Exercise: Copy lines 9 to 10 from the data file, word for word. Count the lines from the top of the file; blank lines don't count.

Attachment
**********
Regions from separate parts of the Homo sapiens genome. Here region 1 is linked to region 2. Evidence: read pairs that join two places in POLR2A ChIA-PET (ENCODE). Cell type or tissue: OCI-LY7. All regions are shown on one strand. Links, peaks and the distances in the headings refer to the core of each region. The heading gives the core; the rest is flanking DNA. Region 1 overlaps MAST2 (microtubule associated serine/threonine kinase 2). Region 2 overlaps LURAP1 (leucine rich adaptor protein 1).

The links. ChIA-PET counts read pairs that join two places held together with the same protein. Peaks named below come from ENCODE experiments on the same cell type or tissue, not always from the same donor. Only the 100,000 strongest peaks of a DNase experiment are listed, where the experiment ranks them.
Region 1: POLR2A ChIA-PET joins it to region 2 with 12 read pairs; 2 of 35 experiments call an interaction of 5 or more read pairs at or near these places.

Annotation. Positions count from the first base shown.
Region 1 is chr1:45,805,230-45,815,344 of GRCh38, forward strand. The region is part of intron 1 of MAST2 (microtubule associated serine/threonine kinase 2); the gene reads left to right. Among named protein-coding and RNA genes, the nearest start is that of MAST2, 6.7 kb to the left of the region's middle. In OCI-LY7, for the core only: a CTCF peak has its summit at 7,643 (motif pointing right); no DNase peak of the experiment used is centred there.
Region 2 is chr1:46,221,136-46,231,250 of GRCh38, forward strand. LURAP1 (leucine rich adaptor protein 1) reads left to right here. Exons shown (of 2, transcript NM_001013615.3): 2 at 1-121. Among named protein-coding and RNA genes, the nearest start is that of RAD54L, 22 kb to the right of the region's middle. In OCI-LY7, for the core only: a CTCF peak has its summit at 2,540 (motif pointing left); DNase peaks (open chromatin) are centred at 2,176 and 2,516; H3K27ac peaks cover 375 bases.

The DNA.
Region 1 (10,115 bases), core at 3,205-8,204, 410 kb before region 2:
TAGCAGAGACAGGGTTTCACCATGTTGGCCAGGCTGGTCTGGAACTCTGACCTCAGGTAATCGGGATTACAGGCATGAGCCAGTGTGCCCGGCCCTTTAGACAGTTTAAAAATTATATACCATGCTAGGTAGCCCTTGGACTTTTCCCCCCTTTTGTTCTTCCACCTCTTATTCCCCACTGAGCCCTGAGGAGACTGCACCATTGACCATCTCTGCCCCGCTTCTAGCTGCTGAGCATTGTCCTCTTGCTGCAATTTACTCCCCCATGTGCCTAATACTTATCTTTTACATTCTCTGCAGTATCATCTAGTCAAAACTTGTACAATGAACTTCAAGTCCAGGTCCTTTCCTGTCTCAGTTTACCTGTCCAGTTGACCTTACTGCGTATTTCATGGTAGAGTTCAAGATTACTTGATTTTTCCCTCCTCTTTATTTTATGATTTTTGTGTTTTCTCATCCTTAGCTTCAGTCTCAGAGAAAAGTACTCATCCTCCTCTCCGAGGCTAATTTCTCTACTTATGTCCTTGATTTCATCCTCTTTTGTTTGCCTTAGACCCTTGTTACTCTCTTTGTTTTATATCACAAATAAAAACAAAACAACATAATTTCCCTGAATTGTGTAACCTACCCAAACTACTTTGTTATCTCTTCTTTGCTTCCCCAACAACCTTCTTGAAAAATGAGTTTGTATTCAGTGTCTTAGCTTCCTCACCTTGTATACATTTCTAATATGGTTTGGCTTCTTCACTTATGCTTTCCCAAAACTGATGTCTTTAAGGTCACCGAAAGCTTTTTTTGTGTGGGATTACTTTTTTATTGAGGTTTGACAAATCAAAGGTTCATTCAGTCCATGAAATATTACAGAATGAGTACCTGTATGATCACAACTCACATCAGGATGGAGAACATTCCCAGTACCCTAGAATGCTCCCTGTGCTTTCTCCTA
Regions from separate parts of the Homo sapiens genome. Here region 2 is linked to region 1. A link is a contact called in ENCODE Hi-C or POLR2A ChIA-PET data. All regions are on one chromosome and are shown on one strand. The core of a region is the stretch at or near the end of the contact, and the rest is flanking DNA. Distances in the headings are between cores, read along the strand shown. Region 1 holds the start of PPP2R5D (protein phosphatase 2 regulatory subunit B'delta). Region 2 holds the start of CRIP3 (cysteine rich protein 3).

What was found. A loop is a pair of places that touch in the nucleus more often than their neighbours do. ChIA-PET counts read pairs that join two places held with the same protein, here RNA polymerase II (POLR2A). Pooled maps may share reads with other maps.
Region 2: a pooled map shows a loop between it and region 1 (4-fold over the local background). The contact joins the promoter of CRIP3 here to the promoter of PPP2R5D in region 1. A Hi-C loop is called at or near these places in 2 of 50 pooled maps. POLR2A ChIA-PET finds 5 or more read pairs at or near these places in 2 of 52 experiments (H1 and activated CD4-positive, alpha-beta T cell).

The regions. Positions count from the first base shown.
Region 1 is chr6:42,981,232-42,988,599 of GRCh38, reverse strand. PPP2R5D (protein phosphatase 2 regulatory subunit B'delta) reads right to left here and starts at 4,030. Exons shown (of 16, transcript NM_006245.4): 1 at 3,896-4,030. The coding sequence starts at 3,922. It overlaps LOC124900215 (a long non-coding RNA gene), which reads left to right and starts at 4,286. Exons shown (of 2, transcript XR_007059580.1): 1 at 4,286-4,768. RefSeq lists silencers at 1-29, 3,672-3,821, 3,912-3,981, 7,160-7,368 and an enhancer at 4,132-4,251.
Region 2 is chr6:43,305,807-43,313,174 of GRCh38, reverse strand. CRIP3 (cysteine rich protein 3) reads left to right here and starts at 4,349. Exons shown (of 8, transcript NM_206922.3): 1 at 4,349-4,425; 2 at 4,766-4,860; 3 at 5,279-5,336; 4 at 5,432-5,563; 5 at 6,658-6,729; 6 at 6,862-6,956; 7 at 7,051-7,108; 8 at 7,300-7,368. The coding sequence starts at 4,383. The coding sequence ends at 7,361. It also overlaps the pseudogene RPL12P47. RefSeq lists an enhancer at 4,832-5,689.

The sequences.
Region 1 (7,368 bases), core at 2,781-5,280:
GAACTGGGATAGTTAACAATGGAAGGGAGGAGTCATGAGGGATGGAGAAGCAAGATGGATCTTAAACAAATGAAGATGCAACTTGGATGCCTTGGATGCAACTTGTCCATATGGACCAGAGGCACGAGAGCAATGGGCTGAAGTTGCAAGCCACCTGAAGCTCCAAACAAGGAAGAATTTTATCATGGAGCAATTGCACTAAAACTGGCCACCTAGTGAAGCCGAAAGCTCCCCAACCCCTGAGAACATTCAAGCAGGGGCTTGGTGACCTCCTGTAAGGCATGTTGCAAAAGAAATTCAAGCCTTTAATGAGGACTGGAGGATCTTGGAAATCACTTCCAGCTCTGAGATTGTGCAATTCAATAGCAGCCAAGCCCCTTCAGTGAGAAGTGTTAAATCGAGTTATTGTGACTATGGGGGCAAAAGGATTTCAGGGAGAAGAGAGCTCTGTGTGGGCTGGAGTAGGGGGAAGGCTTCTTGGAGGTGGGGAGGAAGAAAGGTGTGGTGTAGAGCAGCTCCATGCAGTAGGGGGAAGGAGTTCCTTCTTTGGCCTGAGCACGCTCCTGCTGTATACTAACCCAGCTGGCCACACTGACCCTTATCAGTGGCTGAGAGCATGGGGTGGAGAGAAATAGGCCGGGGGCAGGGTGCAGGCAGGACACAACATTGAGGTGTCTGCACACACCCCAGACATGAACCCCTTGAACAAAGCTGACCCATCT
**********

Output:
TAGCAGAGACAGGGTTTCACCATGTTGGCCAGGCTGGTCTGGAACTCTGACCTCAGGTAATCGGGATTACAGGCATGAGCCAGTGTGCCCGGCCCTTTAGACAGTTTAAAAATTATATACCATGCTAGGTAGCCCTTGGACTTTTCCCCCCTTTTGTTCTTCCACCTCTTATTCCCCACTGAGCCCTGAGGAGACTGCACCATTGACCATCTCTGCCCCGCTTCTAGCTGCTGAGCATTGTCCTCTTGCTGCAATTTACTCCCCCATGTGCCTAATACTTATCTTTTACATTCTCTGCAGTATCATCTAGTCAAAACTTGTACAATGAACTTCAAGTCCAGGTCCTTTCCTGTCTCAGTTTACCTGTCCAGTTGACCTTACTGCGTATTTCATGGTAGAGTTCAAGATTACTTGATTTTTCCCTCCTCTTTATTTTATGATTTTTGTGTTTTCTCATCCTTAGCTTCAGTCTCAGAGAAAAGTACTCATCCTCCTCTCCGAGGCTAATTTCTCTACTTATGTCCTTGATTTCATCCTCTTTTGTTTGCCTTAGACCCTTGTTACTCTCTTTGTTTTATATCACAAATAAAAACAAAACAACATAATTTCCCTGAATTGTGTAACCTACCCAAACTACTTTGTTATCTCTTCTTTGCTTCCCCAACAACCTTCTTGAAAAATGAGTTTGTATTCAGTGTCTTAGCTTCCTCACCTTGTATACATTTCTAATATGGTTTGGCTTCTTCACTTATGCTTTCCCAAAACTGATGTCTTTAAGGTCACCGAAAGCTTTTTTTGTGTGGGATTACTTTTTTATTGAGGTTTGACAAATCAAAGGTTCATTCAGTCCATGAAATATTACAGAATGAGTACCTGTATGATCACAACTCACATCAGGATGGAGAACATTCCCAGTACCCTAGAATGCTCCCTGTGCTTTCTCCTA
Regions from separate parts of the Homo sapiens genome. Here region 2 is linked to region 1. A link is a contact called in ENCODE Hi-C or POLR2A ChIA-PET data. All regions are on one chromosome and are shown on one strand. The core of a region is the stretch at or near the end of the contact, and the rest is flanking DNA. Distances in the headings are between cores, read along the strand shown. Region 1 holds the start of PPP2R5D (protein phosphatase 2 regulatory subunit B'delta). Region 2 holds the start of CRIP3 (cysteine rich protein 3).